Hunter’s Moon: Part 2




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“Do you know much of the history of our world?” The Magistrate poured a glass of filtered water. He slid it across his desk toward McGrath and smiled amicably. 

Blades of sunlight sliced through the shuttered window behind him, cutting the elegant wood surface into narrow segments of light and shadow. 

McGrath stared at the glass. “Fraid not. ‘Cept what’s in the almanac.” 

“Go on, you must be parched.” The Magistrate poured himself a drink and swallowed it in one pull. Clean water was a valuable commodity here. That the Magistrate served it up like a fine liquor only drove home the point. 

“Ex-Imperial colony,” McGrath said, taking the glass. “Gained its independence after the Centauri rebellion. Former mining settlement, specializing in rare metals and crystal deposits.” 

“Very good,” the Magistrate said. “But do you know anything of its people? Its culture?” 

McGrath sipped. Blood swirled in the water. “Not really.” 

What was he getting at? These backwater planets were all the same. More than a century ago, Castor IX, better known these days as Tombstone, had been under the control of the Solarian Empire, that totalitarian regime that once held a stranglehold on all human planets. But now it was just another forgotten frontier world. 

“Our forefathers were rugged individualists. Pioneers. Neo-Luddites disillusioned with humanity’s over-reliance on technology. They came out here to start a new life, to build a better world for their children.” 

“Seems like the Empire had other plans.” 

“On the contrary,” the Magistrate said. “In many respects, the Empire saved them from a life of savagery. My family has administered this world for three generations. My great grandfather was an Imperial governor. We worked hard to shape this planet into a beacon of hope for its inhabitants.”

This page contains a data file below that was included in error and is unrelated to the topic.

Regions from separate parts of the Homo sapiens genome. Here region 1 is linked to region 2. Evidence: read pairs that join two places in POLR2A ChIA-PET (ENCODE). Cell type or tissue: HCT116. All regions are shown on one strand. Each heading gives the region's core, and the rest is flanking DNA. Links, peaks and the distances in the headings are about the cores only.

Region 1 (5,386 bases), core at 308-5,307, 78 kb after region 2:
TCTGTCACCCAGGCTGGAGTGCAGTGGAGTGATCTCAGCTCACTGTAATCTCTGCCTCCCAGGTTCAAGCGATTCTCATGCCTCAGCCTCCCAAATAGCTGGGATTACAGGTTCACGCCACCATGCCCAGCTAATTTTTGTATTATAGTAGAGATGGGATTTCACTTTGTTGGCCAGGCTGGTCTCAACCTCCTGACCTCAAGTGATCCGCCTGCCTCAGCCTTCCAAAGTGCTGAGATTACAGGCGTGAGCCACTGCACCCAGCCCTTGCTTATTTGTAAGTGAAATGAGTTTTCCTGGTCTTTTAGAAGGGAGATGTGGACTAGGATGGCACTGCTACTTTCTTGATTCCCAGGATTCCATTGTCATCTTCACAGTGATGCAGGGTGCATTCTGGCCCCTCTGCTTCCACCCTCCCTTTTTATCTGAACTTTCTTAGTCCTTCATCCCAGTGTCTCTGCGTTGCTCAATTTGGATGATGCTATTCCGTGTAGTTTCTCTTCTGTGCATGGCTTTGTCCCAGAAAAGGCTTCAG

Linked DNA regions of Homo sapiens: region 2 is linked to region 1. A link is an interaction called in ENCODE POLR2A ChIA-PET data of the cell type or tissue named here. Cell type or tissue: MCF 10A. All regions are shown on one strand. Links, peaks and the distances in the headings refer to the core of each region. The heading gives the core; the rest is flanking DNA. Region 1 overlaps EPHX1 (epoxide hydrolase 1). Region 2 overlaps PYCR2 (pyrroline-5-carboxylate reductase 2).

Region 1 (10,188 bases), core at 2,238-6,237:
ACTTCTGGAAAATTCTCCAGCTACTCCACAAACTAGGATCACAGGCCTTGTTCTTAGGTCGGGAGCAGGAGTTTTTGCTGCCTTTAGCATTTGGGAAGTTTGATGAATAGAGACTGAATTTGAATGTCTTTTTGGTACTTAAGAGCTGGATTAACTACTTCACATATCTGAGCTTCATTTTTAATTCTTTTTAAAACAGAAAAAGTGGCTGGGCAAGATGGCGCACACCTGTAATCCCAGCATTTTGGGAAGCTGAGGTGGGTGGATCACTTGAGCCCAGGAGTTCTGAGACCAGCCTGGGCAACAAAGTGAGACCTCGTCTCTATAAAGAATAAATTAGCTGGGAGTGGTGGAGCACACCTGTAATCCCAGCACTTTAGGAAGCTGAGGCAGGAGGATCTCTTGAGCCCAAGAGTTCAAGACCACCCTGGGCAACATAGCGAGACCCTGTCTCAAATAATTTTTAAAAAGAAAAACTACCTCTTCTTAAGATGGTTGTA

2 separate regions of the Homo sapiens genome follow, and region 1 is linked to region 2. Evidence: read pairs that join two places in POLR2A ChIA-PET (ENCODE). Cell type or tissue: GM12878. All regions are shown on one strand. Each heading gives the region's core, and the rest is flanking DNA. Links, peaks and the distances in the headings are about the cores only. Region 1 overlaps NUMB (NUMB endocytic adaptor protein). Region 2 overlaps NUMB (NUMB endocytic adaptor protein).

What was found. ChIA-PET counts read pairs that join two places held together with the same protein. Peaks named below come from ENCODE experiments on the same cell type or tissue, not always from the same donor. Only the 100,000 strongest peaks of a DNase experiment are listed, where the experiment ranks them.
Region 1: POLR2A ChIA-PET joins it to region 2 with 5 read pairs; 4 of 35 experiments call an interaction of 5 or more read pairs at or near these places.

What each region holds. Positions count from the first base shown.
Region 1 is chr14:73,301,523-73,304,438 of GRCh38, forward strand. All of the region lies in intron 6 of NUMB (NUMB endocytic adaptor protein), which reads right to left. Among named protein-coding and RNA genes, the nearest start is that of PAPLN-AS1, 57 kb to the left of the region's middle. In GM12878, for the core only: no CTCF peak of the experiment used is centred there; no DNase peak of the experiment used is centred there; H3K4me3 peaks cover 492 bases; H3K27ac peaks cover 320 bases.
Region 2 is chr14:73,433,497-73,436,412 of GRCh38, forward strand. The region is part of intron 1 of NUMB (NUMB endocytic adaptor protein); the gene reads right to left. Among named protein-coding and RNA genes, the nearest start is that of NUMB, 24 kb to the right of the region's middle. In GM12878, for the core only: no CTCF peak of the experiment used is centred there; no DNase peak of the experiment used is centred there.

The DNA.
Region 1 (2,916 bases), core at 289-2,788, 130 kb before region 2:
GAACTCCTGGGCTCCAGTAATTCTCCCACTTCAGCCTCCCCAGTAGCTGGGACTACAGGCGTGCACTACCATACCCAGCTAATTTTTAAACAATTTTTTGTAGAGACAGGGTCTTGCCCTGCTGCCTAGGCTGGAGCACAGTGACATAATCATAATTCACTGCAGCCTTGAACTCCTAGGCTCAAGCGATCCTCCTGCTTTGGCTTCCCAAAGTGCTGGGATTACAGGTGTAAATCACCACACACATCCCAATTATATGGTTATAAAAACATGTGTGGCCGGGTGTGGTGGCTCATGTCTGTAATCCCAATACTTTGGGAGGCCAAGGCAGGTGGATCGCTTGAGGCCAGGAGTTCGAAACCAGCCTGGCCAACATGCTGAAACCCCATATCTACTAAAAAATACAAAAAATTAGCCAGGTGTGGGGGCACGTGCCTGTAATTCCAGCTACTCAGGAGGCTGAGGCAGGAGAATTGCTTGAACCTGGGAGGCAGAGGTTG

McGrath gulped down the rest of his water and set the empty glass on the edge of the desk. He didn’t like where this was going. The Empire was long dead, and as far as McGrath was concerned, that was a good thing. He had no love of centralized government, nor anyone who thought their purpose was to guide humanity toward some manifest destiny. 

“I can certainly appreciate your perspective,” McGrath said, “but with all due respect, what’s that got to do with me?” 

“We don’t get many off-worlders, and when we do they always manage to stir up trouble. Now, I don’t have a problem with you, per say, but I have to safeguard the lives of my people. Surely you understand that?” 

“I’m not looking for any trouble. I just need to find someone. Then I’ll be off your world and you can go on building your little Utopia in peace.” 

“The man you’re looking for, what did he do?” 

“I’m sorry?” 

“Well, he must have done something. You are a bounty hunter, are you not?” 

McGrath shifted on the cushioned chair. His ribs pulsed with pain where the woman had struck him back at the saloon. “Yeah. He’s a fugitive. Wanted by the government of Pollux Three. He stole something from them.” 

“Oh, what did he steal?” 

“How should I know? It’s just a job. Not my place to judge him. I’m only interested in bringing him back. I tracked him to this system. Found that junker transport he hijacked at the spaceport. I know he’s in New Hope.”